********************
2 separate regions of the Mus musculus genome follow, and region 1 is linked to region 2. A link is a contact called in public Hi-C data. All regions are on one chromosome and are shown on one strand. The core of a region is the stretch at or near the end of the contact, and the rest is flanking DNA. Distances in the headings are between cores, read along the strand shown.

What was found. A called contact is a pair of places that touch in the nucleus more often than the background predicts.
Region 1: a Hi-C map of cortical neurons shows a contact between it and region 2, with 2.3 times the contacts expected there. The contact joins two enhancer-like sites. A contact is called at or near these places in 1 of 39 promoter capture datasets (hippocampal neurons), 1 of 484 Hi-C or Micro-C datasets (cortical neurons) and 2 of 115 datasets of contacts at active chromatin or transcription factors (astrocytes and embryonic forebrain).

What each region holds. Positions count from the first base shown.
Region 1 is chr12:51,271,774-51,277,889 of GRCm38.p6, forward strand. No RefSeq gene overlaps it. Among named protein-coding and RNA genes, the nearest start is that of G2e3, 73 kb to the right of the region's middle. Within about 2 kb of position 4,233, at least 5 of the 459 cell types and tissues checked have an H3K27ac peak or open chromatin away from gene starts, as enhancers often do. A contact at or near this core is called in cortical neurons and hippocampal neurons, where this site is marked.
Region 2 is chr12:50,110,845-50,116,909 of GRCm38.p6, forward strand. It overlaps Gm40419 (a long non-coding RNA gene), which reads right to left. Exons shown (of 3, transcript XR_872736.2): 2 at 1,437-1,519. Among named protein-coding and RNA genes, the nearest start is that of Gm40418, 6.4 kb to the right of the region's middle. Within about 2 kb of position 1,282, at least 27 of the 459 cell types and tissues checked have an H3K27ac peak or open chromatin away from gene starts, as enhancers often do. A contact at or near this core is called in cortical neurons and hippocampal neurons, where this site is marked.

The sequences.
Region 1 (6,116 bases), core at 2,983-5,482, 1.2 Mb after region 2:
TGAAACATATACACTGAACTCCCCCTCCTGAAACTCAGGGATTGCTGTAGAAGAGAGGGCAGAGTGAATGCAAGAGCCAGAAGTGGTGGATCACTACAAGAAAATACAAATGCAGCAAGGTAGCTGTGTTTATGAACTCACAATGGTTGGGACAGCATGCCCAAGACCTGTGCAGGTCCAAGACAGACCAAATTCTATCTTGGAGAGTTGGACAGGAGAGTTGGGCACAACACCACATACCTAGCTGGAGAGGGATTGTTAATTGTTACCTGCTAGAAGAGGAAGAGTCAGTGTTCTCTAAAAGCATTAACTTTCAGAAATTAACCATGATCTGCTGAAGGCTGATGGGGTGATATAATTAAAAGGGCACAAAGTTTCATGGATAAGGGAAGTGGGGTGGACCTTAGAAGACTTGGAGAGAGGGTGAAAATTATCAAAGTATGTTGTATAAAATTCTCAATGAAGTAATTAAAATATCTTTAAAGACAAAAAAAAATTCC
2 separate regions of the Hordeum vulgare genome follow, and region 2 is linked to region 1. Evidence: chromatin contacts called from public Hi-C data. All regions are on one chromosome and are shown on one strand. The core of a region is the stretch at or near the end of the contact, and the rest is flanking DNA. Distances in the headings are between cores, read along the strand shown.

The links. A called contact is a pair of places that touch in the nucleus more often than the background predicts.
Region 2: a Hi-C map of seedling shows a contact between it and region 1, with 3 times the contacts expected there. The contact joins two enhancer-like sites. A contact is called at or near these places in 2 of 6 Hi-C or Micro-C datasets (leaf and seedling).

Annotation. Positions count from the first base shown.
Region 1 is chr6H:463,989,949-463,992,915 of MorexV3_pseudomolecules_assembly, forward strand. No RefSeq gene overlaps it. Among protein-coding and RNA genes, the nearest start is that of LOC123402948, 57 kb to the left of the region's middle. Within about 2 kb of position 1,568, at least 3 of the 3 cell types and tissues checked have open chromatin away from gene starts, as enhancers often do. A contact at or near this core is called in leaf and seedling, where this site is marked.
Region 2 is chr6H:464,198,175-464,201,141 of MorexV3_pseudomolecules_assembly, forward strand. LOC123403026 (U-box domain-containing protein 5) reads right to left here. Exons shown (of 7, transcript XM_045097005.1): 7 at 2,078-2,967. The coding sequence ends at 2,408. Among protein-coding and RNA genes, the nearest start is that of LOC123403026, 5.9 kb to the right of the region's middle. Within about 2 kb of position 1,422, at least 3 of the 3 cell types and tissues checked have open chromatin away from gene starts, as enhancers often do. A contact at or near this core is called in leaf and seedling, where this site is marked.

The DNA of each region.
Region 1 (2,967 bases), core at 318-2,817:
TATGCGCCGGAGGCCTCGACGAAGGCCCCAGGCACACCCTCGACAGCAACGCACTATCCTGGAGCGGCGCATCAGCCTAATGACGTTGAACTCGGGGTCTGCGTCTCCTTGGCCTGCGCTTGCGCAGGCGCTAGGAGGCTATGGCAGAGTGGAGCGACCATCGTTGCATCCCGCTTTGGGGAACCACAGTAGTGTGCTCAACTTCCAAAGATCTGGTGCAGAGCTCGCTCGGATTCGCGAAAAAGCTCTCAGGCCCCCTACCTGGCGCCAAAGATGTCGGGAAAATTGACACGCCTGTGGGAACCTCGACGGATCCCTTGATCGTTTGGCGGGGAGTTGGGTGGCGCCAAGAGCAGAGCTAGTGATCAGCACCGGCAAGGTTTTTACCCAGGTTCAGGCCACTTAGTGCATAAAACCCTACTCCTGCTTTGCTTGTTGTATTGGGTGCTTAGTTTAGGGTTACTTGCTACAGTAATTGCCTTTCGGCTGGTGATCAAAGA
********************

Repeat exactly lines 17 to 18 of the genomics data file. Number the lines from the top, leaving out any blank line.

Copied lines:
Region 1 (2,967 bases), core at 318-2,817:
TATGCGCCGGAGGCCTCGACGAAGGCCCCAGGCACACCCTCGACAGCAACGCACTATCCTGGAGCGGCGCATCAGCCTAATGACGTTGAACTCGGGGTCTGCGTCTCCTTGGCCTGCGCTTGCGCAGGCGCTAGGAGGCTATGGCAGAGTGGAGCGACCATCGTTGCATCCCGCTTTGGGGAACCACAGTAGTGTGCTCAACTTCCAAAGATCTGGTGCAGAGCTCGCTCGGATTCGCGAAAAAGCTCTCAGGCCCCCTACCTGGCGCCAAAGATGTCGGGAAAATTGACACGCCTGTGGGAACCTCGACGGATCCCTTGATCGTTTGGCGGGGAGTTGGGTGGCGCCAAGAGCAGAGCTAGTGATCAGCACCGGCAAGGTTTTTACCCAGGTTCAGGCCACTTAGTGCATAAAACCCTACTCCTGCTTTGCTTGTTGTATTGGGTGCTTAGTTTAGGGTTACTTGCTACAGTAATTGCCTTTCGGCTGGTGATCAAAGA